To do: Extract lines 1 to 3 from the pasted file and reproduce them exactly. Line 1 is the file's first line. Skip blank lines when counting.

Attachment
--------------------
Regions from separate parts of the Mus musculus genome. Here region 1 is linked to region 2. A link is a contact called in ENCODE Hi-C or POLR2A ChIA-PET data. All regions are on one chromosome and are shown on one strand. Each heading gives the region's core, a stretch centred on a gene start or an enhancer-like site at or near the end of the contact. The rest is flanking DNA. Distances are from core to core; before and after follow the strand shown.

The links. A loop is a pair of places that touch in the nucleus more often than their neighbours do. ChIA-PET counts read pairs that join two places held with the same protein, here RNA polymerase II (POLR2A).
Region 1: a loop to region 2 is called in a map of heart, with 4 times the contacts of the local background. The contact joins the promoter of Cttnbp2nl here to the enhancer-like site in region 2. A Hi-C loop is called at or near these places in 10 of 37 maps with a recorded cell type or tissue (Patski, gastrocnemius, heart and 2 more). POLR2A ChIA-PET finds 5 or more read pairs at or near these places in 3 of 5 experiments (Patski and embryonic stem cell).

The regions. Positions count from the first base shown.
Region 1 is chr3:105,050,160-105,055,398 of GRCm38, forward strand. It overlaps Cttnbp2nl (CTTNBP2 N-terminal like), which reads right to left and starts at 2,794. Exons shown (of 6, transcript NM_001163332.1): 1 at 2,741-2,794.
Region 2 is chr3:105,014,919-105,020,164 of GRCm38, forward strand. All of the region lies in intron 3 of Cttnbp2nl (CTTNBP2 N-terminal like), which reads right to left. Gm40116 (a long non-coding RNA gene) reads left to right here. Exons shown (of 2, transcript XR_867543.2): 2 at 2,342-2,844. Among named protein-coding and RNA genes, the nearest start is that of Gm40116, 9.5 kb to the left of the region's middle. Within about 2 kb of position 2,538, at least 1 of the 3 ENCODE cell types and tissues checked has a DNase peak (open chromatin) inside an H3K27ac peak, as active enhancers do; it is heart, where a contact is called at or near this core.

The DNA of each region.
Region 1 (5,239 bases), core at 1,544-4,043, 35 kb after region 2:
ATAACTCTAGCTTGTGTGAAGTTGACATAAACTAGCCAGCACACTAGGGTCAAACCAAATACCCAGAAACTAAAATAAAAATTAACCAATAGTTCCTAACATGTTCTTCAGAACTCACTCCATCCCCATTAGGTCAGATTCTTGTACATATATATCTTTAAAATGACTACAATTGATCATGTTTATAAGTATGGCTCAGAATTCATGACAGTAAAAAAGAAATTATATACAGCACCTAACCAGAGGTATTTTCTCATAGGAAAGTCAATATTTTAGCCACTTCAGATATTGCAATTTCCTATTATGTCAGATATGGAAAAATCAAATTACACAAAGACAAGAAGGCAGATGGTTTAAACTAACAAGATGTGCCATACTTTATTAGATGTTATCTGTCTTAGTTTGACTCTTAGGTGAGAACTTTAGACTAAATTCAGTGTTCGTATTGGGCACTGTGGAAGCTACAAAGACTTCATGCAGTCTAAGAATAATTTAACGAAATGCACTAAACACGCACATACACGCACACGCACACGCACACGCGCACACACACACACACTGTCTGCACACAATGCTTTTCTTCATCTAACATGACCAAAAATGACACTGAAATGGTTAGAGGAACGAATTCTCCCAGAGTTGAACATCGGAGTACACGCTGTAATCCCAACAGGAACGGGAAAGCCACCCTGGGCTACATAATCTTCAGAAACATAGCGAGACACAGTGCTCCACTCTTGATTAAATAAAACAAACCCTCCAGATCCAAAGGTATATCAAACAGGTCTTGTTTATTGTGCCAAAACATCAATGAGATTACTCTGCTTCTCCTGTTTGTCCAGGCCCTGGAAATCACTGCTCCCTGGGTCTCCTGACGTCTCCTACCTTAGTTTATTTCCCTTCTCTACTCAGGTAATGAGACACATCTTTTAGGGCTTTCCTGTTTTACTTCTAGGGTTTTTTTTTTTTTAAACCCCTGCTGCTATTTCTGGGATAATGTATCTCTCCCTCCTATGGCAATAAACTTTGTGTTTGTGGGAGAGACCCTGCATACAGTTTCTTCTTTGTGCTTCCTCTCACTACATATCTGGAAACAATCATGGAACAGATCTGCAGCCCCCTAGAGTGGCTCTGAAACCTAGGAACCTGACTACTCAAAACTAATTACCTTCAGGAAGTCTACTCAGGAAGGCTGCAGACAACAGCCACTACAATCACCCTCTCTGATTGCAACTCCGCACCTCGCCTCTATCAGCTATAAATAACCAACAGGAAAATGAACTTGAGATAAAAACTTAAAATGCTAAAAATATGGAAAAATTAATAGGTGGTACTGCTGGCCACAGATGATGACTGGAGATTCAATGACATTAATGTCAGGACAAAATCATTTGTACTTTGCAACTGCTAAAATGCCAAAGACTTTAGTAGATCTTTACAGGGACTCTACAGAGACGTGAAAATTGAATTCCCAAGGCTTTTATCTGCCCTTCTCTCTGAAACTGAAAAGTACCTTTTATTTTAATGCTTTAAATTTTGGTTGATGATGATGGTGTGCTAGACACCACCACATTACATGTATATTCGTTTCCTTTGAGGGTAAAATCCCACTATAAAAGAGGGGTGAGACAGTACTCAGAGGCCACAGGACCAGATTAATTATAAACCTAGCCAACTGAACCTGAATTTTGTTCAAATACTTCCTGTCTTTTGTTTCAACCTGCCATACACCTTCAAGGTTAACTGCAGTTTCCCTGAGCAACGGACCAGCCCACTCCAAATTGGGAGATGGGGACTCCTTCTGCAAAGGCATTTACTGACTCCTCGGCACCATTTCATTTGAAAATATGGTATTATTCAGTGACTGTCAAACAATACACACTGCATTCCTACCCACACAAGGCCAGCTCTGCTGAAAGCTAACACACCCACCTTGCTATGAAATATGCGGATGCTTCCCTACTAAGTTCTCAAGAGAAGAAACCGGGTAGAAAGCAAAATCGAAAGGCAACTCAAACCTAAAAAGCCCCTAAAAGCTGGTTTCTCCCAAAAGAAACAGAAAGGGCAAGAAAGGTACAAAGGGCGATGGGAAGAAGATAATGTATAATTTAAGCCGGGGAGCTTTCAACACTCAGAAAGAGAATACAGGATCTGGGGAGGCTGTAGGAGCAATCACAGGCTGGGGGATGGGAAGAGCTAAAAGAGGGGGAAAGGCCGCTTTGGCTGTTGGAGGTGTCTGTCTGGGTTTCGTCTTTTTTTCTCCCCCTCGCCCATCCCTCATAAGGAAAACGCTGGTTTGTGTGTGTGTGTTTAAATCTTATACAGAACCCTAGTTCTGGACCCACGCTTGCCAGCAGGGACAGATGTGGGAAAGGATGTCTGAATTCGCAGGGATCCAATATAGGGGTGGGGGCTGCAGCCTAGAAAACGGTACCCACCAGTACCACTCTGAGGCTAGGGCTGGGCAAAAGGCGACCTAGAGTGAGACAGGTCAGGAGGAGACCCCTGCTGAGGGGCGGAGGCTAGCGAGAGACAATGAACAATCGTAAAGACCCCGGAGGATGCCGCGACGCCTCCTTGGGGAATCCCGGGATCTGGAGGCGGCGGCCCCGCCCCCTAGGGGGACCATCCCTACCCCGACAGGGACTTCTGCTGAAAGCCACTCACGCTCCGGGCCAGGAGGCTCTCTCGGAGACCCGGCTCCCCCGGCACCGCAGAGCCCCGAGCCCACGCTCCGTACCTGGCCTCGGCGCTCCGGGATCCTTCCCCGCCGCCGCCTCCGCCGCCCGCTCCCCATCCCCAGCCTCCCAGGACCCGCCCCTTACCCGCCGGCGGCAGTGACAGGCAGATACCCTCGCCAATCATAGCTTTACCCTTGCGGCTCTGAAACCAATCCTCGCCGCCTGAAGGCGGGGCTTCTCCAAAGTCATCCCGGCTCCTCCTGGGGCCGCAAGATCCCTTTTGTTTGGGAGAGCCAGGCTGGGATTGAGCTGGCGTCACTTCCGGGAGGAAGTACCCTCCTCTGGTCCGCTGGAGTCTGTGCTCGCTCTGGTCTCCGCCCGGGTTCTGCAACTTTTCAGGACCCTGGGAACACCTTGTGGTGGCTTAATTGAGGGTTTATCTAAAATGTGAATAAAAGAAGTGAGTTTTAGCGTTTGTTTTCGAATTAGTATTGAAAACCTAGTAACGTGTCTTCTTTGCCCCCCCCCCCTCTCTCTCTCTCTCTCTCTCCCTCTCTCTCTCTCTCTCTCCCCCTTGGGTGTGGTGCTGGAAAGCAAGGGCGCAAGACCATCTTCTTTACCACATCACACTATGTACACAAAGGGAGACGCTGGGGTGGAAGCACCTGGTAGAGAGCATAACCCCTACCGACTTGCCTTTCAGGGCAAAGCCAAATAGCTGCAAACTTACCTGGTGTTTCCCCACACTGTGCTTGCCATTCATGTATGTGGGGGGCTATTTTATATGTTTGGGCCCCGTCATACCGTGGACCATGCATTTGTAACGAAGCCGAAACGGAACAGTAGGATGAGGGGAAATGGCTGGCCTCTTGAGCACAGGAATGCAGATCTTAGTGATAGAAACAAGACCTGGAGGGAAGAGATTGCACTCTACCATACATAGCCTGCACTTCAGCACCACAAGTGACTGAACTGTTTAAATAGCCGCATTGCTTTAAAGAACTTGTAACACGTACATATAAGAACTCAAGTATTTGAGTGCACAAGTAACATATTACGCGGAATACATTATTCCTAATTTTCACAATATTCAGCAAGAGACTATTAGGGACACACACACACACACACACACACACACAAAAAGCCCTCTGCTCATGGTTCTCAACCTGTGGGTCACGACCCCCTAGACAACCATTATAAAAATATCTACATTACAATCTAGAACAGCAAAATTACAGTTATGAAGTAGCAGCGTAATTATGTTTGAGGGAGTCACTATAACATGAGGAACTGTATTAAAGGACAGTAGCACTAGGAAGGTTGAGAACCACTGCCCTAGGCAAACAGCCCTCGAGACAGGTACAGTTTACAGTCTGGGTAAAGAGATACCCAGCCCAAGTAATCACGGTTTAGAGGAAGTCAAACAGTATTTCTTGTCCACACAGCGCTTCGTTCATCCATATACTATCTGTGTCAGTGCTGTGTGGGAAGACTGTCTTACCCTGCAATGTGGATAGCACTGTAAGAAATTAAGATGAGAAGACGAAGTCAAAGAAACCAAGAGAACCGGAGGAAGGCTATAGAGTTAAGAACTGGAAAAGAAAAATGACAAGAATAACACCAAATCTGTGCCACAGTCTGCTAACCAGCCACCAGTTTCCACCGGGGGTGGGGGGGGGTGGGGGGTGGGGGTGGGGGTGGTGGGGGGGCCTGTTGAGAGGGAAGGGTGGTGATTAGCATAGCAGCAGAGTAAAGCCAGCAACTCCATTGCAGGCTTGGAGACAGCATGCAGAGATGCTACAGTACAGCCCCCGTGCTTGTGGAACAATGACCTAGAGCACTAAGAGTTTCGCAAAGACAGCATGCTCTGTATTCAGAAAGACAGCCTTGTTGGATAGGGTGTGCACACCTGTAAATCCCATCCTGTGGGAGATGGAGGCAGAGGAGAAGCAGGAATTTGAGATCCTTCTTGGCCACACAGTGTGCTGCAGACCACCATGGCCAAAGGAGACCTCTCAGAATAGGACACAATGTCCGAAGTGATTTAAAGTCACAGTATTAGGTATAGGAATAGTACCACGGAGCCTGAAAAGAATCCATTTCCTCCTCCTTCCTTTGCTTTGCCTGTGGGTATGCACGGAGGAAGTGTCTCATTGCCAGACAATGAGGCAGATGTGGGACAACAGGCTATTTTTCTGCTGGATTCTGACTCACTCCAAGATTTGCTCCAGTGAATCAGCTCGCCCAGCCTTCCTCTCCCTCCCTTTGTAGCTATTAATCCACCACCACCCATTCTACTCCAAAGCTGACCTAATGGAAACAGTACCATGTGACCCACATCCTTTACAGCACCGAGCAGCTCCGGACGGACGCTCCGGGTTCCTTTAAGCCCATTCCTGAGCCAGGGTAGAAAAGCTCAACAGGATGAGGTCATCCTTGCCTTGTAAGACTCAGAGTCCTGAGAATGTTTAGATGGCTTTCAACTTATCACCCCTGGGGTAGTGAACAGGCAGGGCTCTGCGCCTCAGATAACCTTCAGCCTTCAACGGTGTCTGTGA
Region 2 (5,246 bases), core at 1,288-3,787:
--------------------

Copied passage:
Regions from separate parts of the Mus musculus genome. Here region 1 is linked to region 2. A link is a contact called in ENCODE Hi-C or POLR2A ChIA-PET data. All regions are on one chromosome and are shown on one strand. Each heading gives the region's core, a stretch centred on a gene start or an enhancer-like site at or near the end of the contact. The rest is flanking DNA. Distances are from core to core; before and after follow the strand shown.

The links. A loop is a pair of places that touch in the nucleus more often than their neighbours do. ChIA-PET counts read pairs that join two places held with the same protein, here RNA polymerase II (POLR2A).
Region 1: a loop to region 2 is called in a map of heart, with 4 times the contacts of the local background. The contact joins the promoter of Cttnbp2nl here to the enhancer-like site in region 2. A Hi-C loop is called at or near these places in 10 of 37 maps with a recorded cell type or tissue (Patski, gastrocnemius, heart and 2 more). POLR2A ChIA-PET finds 5 or more read pairs at or near these places in 3 of 5 experiments (Patski and embryonic stem cell).